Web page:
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A roadmap for ending the high-def format quagmire

Don Reisinger thinks he knows how to get us out from the high-def format war. Will his three-step process work?

Can Sony put an end to this war? Blu-ray

How many times over the past few months have you heard that "the worst is over" and the chances of the high-def format war finally coming to a close were increasing by the day? If you haven't heard it at least once, you're probably not reading the right stories.

But with all that going on, the war is officially a quagmire for both sides and the chances of getting out of this quickly are diminishing at an astounding rate. Consider this: as it stands, the Blu-ray camp commands roughly 49 percent DVD market share, while HD DVD is trailing slightly behind. To make matters worse, some reports suggest HD DVD may be gaining strength, although most buyers are sitting out.

So what's really going on with this war? Is there an end in sight? Even better, is there a solution in sight that can finally put this to rest? If you ask me, I think this could be over in a month if the Blu-ray camp follows three steps.

Step 1: Warner

Warner Bros. is, without a doubt, the most important element of ending this quagmire. As I said above, Sony currently commands 49 percent of the DVD market before Warner jumps on board. But with a little coaxing (and financial massaging), Sony could probably get Warner to take its side. If it can succeed in this, most estimates put Blu-ray's share of the DVD market at about 70 percent, while the HD DVD camp is left to flounder.

Now, the biggest issue with this is getting Warner on board. More often than not, Warner's representatives have come out and said that it plans on being neutral until it sees a clear-cut winner emerge. To make matters worse, the company is actually performing relatively well by supporting all three formats (DVD, HD DVD, and Blu-ray), so there is no immediate need to join one side or the other.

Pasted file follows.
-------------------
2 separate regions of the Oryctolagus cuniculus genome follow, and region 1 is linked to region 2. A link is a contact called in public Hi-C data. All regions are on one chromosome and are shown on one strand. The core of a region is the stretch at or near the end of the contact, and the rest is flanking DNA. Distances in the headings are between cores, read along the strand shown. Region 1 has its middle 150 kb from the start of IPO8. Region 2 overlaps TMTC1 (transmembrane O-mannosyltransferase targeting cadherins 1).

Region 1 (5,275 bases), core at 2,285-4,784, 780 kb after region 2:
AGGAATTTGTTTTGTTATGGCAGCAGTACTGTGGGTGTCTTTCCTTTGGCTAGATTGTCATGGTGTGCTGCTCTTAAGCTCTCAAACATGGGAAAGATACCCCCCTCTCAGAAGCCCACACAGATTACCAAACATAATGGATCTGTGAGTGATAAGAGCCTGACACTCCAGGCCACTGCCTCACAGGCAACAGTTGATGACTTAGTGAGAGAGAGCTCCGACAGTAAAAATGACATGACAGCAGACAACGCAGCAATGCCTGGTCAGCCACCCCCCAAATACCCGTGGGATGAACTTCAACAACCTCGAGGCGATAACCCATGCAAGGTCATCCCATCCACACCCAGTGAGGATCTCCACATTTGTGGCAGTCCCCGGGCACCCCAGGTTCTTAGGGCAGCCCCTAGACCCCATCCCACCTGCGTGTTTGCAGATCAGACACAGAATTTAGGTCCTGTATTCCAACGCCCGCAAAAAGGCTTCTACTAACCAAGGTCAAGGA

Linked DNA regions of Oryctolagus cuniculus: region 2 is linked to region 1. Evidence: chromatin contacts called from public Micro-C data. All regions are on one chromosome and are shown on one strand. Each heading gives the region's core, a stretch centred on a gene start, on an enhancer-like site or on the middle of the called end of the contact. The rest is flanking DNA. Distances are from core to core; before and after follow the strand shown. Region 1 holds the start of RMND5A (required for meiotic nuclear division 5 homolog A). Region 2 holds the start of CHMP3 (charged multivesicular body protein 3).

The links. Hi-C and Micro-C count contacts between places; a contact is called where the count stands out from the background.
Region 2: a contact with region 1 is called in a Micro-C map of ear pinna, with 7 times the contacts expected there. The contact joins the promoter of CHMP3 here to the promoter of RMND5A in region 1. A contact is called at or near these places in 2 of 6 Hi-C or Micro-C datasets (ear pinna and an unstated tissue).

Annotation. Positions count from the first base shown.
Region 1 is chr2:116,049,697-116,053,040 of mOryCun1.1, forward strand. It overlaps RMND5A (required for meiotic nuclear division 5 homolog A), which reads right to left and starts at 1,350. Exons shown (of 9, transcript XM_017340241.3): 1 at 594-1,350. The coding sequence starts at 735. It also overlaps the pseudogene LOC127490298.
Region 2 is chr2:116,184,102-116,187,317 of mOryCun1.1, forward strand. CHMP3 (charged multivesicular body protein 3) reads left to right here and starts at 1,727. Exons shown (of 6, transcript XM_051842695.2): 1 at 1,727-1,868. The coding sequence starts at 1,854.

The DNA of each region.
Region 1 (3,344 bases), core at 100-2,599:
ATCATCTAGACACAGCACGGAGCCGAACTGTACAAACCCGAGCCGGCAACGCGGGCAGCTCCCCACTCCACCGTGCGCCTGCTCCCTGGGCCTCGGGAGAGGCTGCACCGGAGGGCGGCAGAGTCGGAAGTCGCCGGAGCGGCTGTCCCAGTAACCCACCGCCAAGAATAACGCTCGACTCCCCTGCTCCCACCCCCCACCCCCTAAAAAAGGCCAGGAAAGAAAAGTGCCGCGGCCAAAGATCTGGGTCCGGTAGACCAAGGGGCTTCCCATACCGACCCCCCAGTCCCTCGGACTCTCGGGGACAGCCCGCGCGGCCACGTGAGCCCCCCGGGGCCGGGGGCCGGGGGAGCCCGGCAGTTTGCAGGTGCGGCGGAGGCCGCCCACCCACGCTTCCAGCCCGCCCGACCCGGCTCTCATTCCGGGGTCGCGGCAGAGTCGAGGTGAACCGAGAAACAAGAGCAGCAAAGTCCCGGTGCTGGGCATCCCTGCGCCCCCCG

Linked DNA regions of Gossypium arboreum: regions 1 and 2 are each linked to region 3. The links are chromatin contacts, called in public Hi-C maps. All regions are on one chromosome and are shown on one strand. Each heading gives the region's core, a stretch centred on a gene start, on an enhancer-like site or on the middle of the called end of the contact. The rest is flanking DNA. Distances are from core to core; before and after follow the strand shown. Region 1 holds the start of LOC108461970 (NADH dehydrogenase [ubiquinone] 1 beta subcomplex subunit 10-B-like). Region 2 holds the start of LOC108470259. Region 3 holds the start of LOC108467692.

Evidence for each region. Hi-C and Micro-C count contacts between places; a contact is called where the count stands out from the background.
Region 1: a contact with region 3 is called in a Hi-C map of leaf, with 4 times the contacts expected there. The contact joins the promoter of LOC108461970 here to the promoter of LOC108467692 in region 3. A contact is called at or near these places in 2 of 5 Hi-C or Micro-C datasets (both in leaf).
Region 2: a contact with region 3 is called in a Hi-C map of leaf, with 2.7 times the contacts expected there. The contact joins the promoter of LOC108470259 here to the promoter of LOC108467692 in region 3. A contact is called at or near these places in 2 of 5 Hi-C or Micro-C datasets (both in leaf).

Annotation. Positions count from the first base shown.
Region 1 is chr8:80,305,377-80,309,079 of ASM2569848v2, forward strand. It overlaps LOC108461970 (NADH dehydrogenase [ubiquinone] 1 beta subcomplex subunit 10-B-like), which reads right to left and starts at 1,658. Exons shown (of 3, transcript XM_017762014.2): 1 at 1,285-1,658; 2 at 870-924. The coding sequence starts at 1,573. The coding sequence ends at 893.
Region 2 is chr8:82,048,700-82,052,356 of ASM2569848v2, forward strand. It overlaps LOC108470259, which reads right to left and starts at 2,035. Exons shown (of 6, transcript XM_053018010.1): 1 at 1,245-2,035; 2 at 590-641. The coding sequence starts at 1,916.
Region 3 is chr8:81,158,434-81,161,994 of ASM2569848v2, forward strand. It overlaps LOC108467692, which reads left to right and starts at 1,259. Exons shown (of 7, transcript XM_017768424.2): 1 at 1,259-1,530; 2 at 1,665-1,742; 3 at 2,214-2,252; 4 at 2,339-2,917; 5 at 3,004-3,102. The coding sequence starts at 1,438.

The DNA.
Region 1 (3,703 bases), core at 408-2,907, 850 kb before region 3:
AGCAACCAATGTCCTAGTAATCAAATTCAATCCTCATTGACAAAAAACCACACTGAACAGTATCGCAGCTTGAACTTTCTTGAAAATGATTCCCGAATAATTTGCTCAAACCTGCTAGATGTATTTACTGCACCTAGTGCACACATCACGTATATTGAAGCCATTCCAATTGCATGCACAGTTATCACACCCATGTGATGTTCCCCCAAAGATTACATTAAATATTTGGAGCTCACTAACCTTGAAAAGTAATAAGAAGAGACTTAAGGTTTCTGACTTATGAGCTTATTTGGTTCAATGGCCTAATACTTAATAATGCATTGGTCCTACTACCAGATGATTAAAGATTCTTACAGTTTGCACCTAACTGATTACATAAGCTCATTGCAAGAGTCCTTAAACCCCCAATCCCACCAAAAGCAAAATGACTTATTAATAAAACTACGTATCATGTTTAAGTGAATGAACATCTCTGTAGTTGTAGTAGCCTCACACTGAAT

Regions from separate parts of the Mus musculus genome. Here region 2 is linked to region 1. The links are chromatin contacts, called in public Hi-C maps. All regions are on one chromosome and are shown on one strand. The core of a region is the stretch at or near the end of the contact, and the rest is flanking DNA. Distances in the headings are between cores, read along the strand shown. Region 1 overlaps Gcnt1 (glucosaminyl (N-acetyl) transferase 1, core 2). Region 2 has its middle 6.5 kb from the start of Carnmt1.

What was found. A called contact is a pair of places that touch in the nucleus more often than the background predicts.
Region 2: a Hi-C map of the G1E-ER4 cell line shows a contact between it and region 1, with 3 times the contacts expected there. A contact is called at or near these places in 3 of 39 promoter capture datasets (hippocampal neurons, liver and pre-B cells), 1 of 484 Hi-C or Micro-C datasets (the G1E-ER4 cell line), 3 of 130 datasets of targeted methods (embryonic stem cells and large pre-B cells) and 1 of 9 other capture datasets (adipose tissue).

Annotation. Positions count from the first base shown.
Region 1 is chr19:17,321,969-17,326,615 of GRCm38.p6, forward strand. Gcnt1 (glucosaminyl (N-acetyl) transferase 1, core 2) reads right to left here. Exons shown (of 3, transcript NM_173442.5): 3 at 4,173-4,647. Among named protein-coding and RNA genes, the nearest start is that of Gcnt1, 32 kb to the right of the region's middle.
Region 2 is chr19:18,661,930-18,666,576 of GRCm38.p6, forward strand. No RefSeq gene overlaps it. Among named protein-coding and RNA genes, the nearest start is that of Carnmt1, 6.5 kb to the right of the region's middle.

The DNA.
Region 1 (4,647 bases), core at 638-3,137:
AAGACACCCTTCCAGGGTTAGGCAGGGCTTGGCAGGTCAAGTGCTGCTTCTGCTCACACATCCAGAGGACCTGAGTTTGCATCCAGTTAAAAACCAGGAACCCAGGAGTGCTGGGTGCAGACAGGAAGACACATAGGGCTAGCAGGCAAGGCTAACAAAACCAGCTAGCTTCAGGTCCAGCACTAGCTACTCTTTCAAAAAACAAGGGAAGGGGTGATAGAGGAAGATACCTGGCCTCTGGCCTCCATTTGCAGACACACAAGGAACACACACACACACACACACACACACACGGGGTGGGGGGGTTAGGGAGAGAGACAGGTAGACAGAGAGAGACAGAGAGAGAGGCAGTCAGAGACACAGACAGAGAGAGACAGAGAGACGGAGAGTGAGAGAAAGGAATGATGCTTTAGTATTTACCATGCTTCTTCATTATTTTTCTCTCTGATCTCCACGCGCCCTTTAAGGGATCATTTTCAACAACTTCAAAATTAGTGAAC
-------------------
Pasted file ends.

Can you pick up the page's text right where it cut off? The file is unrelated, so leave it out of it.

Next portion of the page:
As if that wasn't enough, the HD DVD side of the war still harbors support from Paramount Pictures, DreamWorks, and Universal Studios, to name a few, and the chances of any of these companies leaving this format could be difficult without Warner's Blu-ray backing.

Interestingly enough, if Warner would decide on HD DVD because of its cheaper cost of production, the war would officially hit a standstill and the chances of this ending soon are all but over.

Simply put, Sony must do whatever it can to bring Warner aboard. Not only would it give its format a commanding lead in the market, it would almost surely attract other studios to join its side and put an end to this once and for all.

Step 2: Slash prices on all players

Although prices of Blu-ray and HD DVD players are coming down, none have hit the sub-$100 price point long enough to justify a purchase. Worse, most consumers are downright confused and others couldn't care less about the future of HD DVD and Blu-ray.

But with Warner now on board, Sony would need to deal the death blow as soon as possible. Surely it could drop prices on its media, but the most effective solution would be to drop the prices of its players.

Much like its gaming division, Sony should sell its own players at a loss for a while to increase adoption rates. Sound a bit too extreme for an industry that doesn't employ this tactic? Think of the alternative: with so much money invested in this format, Sony currently runs the chance of losing everything if Blu-ray becomes a debacle. At this point, nothing should be left to chance.

As far as I'm concerned, each and every Blu-ray player should hit the magic sub-$100 price point as soon as the deal is inked with Warner. In effect, this will help create two scenarios--people would take notice that more movies are available on Blu-ray and the players are cheaper than (or the same price as) HD DVD hardware. If that's true, what's the impetus for people to buy Toshiba's device?

Step 3: Get in contact with HD DVD's supporters and inform them of the bad news

Once steps one and two are complete, Sony must do everything it can to get in touch with HD DVD's supporters and fill them in on the writing on the wall. After all, once Warner jumps on board and sales start increasing for Blu-ray, what are the chances that these studios want anything to do with HD DVD anyway?

Even better, the deals Sony could make with the other studios would almost surely turn out to be far more lucrative than the Warner deal and it finally completes the ultimate goal--victory.

Believe it or not, this war could be ended sooner than you think. It just all depends on Sony's ability to make sound business decisions. If you ask me, we're probably in for a long one.